everson at evertype.com
Sat Feb 20 09:06:24 GMT 2010
On 20 Feb 2010, at 08:20, Daniel Prohaska wrote:
> I see <rr> in all attestations of the plural…
Yes, Dan, but that doesn't in itself *mean* anything. A Traditionalist orthography is not a mechanical grab-bag of what happens to be in the texts. We do not just say "If a word has a form in the text, then that orthographic form is suitable for a modern orthography." What we say is that traditional orthographic *forms* should be used. That may or may not have to do with an attested wordform.
We might have a word for instance ONLY attested in Lhuyd, like *hụag. Would we not spell this word as "whag"? Of course we would -- even though the only attestation did not have a wh-. Why? Because our orthography uses "traditional orthographic forms". which does not mean "copying only attested instances of any word".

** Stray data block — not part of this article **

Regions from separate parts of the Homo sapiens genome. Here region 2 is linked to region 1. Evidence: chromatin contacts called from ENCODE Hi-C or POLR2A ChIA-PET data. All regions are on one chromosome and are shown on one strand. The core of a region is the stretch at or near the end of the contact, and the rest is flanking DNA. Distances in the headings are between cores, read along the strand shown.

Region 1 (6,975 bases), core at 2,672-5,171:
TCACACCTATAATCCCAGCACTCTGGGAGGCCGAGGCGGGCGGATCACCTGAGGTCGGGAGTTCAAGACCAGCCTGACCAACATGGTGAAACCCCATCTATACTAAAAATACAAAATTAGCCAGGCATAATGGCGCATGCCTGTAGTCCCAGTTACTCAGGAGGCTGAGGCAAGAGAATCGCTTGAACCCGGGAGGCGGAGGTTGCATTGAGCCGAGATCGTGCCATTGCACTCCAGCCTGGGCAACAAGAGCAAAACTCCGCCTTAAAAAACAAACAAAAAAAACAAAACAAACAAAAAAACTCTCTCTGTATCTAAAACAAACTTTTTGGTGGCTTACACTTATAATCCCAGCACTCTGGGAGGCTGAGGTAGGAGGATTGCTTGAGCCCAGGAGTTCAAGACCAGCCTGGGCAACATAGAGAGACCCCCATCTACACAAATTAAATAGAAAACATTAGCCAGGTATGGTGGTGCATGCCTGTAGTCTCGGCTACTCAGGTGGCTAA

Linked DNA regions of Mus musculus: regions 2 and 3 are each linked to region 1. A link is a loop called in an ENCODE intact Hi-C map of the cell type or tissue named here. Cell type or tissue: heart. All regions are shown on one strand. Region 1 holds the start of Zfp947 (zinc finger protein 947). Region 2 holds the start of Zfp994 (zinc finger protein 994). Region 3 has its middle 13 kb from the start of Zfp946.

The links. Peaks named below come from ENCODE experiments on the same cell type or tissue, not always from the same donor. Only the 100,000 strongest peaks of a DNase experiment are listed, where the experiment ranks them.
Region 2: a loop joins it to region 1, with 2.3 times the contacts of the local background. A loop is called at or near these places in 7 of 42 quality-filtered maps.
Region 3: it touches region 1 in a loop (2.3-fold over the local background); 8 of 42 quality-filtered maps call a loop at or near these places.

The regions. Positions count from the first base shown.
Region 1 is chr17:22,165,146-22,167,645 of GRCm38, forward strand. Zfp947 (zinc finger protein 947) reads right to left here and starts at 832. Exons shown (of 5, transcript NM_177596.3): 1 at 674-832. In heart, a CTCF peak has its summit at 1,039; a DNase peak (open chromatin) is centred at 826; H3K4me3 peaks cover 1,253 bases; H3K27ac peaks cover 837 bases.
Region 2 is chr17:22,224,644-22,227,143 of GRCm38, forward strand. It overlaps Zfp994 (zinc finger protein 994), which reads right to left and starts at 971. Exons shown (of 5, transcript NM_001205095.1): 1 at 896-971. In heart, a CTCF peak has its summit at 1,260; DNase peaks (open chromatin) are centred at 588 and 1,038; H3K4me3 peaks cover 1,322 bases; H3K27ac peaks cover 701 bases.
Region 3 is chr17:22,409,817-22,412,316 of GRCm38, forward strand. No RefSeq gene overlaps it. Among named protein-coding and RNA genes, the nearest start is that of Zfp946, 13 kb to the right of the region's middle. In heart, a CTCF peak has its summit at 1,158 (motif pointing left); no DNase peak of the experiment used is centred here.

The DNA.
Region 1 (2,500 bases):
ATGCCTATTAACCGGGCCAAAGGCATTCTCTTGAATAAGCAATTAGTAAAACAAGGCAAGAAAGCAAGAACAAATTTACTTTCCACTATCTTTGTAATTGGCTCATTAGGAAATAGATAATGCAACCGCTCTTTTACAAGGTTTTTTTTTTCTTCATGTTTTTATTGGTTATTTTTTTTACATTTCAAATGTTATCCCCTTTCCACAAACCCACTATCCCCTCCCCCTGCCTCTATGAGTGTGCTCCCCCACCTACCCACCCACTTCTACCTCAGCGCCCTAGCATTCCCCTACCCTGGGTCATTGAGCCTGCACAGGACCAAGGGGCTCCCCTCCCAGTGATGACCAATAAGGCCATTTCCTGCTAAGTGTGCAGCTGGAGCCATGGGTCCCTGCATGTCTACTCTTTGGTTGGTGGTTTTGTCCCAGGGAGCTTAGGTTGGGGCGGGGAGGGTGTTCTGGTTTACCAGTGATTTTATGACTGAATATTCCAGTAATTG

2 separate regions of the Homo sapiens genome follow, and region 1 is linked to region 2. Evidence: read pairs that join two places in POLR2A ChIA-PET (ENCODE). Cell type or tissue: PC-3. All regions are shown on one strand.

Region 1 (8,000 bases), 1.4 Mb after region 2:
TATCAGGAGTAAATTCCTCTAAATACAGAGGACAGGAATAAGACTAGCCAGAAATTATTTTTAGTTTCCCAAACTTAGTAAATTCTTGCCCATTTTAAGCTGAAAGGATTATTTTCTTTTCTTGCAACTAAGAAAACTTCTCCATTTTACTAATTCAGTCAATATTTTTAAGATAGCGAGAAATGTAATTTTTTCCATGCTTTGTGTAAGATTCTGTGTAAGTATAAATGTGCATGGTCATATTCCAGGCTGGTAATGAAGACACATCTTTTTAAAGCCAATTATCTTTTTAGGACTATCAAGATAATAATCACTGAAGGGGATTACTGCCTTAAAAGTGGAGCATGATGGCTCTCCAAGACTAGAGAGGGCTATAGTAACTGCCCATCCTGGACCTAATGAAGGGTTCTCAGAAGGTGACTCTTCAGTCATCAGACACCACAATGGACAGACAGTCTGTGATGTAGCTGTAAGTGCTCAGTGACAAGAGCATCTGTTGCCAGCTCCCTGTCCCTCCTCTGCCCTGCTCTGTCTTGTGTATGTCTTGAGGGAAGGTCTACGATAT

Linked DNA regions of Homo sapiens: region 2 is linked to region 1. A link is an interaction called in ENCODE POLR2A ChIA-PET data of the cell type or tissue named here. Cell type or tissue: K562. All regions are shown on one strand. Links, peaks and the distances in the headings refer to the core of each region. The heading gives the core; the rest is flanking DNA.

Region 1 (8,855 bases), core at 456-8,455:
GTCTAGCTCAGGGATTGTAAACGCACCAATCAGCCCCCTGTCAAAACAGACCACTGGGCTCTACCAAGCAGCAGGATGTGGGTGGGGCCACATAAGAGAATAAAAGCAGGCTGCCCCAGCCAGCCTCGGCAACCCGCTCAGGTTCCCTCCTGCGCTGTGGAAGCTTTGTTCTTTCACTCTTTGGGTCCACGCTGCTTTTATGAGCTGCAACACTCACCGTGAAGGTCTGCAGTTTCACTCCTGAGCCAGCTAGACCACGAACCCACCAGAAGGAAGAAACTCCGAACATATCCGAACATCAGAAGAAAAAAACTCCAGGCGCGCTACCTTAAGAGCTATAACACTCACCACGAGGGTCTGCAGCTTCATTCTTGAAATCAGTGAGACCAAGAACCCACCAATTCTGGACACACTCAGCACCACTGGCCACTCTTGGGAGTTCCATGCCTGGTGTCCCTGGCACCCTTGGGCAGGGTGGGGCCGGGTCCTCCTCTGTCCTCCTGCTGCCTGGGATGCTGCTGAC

There are some 56 examples of -ryon in the texts (not all of which are final), of which only six are finals in -rryon:
squyerryon OM 1640
tyorryon OM 2411, 2423, 2486
karpentorryon OM 2410
gwyrryon BK 266
It is easy to see from karpentorryon that the -rr- here isn't meaningful; compare:
Pehadoryon PA 37
guythoryon OM 2331
Karpentoryon OM 2422
guykcoryon PC 331, 1304
palmoryon RC 1478
sovdoryon BM 1190, 2493
pyboryon BM 4563
pehadoryon TR 7a
soudoryon BK 3243
On phonetic grounds, there's no warrant for an -rr- in the plural of sqwier [ˈskwiːəɾ];l certainly the suggestion that it was a geminate isn't likely, given OM's Karpentorryon 2410 and karpentoryon 2422, so I would ditch [r(ː)] for [r].
It seems we will settle on sqwieryon [skwiˈɛɹjən].
Michael Everson * http://www.evertype.com/
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